Carly Van Houten said...

I was so suprised and shocked that this story was even published with a title like that. Yes it will deffinitly be a eye catcher for the audience but as it already has start an uproar between different parties such as african americans and whites. I believe the topic would be more appropriate if it was brought from a different angle such as from both sides not just the view point of being white in philly. If the article would of came from a black person stand point to how judgemental views are and what they too have to deal with while being a black in the city as well as being white would of been a better form of a story. Its not fair nor professional to focus on one group (white people in philly) and the title is rediculous in every matter.

Erin Martin said...

When writing my Media Comparison paper, I came across an article in the PW called “Being HOT in Philly” which served as a parody to this very offensive Philly Mag. Article. While it was very amusing, I think it was more effective at bringing the issue of otherness to everyone’s attention. Honestly, skin color doesn’t make a difference to me…I’m white in Philly…and I’m not constantly terrified of people with a different skin color than me. It’s really childish to think that way, and oh yeah RACIST. There’s no way the person who wrote the Philly Mag article is not racist because after reading it, I could tell they were separating white from black; and saying white is better than black. It’s ridiculous and completely violates the ethics of journalism.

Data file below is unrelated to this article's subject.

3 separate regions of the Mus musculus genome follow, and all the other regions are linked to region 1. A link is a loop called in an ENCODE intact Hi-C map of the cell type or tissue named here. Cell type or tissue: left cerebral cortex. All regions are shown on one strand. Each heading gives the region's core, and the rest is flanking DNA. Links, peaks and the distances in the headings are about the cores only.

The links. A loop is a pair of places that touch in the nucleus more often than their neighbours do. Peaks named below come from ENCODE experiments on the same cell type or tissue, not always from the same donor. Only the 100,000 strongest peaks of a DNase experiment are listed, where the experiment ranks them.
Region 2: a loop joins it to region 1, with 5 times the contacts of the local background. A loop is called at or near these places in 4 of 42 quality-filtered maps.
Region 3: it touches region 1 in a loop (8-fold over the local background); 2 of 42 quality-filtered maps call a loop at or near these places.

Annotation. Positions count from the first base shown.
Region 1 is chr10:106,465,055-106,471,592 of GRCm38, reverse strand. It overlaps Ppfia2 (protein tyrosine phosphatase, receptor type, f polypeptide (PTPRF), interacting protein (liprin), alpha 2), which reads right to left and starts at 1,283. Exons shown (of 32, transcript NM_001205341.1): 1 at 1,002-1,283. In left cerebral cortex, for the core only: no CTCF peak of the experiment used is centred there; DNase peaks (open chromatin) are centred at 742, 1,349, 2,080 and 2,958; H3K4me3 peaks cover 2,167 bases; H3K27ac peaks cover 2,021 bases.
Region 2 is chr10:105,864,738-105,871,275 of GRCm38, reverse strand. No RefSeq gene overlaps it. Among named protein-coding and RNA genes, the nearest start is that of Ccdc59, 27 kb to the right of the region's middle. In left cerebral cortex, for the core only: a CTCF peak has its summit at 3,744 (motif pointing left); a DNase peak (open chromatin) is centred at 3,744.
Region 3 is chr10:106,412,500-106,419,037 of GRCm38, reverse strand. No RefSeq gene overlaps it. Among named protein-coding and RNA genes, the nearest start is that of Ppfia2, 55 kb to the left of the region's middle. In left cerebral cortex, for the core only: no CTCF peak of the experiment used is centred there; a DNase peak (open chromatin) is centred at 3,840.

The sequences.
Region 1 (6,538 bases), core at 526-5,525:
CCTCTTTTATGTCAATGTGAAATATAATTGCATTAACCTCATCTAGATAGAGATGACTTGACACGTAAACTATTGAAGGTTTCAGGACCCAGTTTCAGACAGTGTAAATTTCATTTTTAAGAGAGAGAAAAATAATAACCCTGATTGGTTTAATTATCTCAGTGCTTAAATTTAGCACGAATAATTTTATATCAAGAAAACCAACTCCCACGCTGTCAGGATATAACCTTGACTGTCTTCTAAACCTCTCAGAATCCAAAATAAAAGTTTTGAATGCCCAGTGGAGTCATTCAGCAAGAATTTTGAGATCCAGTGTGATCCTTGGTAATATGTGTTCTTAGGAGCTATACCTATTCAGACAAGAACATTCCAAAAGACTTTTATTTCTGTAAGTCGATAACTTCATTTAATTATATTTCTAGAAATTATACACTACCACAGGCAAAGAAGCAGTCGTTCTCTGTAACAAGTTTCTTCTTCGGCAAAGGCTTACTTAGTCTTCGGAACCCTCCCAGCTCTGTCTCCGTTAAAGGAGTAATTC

Joh Lolley said...

As gatekeepers of information, journalists should report objectively the news without stereotyping or prejudice. If the author Rober Huber would have interviewed other races and gotten their input this article would not have blown out of proportion.

Anonymous said...

Leslie Smith said...

I think the issue should be bought up. Light should be shone on issues that people want to talk about but are afraid to.

Because race and racism is such a sensitive topic for a lot of people, it needs to be dealt with carefully and respectfully.

Journalist should be objective and cover both sides of a story...I honestly don't see how this piece was actually published, especially with that title.

Erica Adeleye said...

Indeed, as a journalist it is our job to write about curent issues, even if they are on topics that are a little "touchy". Race is still an issue whether we acknowledge t or not. On one hand it is justified for this article to be written. On the other hand, this article can raise eyebrows, and cause readers to shy away from their subscriptions. Race is always a touchy topic, but if it is the most current, or biggest issue in Philadelphia right now, as a journalist, that is what the story will entail.

Lora Strum said...

I think that though Philly Mag's work was not tasteful or skilled journalism, the idea of getting race and race relations in the forefront is incredibly important for journalists. The idea of media as a public forum for discussion and criticism cannot die because the topic is touchy. It's our job as journalists to represent the problems in society--albeit better than Philly Mag--but still to ask the hard questions